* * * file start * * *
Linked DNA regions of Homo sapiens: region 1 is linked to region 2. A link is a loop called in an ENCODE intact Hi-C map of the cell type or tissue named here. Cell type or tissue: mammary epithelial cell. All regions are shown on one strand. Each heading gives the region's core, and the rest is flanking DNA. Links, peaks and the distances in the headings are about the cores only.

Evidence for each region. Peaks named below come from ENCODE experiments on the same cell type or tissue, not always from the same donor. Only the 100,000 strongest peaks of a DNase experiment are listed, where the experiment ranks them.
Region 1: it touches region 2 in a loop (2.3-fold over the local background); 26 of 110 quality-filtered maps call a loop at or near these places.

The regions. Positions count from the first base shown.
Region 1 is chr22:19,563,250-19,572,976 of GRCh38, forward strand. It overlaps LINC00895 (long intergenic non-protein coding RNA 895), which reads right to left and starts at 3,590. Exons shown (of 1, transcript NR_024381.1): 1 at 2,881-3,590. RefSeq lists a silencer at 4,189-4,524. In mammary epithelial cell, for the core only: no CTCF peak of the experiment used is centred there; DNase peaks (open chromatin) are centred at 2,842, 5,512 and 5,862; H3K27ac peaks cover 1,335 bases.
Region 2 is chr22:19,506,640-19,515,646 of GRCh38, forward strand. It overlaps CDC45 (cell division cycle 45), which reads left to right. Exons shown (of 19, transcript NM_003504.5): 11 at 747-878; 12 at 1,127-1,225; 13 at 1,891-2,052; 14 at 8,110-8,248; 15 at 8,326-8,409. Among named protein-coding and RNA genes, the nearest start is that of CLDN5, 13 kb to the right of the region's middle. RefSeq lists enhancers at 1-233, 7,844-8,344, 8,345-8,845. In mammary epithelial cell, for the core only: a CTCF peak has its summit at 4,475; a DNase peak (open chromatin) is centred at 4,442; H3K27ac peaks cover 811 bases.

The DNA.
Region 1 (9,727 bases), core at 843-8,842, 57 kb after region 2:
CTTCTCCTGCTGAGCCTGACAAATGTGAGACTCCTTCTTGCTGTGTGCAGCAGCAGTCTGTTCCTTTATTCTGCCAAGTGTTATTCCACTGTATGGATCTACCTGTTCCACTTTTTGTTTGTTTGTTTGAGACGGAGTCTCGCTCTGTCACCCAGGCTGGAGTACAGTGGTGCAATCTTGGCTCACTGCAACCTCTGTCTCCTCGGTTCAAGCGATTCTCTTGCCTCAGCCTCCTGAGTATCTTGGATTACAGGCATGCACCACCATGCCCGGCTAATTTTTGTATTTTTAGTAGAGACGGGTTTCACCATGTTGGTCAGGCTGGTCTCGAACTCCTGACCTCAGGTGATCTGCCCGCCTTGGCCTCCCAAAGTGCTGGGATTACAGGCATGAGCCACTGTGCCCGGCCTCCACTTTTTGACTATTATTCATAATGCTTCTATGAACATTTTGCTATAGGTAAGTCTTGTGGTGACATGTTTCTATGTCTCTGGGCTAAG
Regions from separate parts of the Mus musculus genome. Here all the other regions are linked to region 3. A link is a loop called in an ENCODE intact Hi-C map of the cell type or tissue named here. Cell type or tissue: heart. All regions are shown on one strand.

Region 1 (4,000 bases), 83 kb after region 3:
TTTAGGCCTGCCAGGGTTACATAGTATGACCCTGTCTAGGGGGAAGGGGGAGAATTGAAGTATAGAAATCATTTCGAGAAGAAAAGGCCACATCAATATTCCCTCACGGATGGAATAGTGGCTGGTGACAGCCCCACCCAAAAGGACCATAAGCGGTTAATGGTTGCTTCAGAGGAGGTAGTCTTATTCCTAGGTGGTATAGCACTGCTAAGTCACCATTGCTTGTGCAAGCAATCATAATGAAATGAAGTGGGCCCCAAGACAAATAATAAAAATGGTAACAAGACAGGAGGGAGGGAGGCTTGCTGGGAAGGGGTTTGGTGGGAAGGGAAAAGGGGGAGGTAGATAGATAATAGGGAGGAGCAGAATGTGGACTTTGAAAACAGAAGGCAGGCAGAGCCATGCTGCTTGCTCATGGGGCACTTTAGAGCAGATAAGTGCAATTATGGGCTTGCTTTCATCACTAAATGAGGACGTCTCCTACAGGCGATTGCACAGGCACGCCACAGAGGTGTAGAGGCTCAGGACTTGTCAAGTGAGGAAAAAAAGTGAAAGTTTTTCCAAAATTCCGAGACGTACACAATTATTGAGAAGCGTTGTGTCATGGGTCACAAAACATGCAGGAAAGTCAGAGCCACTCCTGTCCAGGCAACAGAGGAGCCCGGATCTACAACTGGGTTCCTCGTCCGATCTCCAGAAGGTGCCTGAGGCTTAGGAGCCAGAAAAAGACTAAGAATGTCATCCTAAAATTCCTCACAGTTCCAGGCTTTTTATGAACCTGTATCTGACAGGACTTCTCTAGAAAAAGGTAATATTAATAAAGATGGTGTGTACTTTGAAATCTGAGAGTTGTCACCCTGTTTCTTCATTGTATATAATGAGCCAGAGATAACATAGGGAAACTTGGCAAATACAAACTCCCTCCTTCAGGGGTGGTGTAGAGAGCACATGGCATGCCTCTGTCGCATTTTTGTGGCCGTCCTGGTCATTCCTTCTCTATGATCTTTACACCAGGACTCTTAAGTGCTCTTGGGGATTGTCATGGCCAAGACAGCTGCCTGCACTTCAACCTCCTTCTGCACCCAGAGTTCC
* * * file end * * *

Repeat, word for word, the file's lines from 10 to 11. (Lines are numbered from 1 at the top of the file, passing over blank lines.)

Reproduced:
Regions from separate parts of the Mus musculus genome. Here all the other regions are linked to region 3. A link is a loop called in an ENCODE intact Hi-C map of the cell type or tissue named here. Cell type or tissue: heart. All regions are shown on one strand.

Region 1 (4,000 bases), 83 kb after region 3: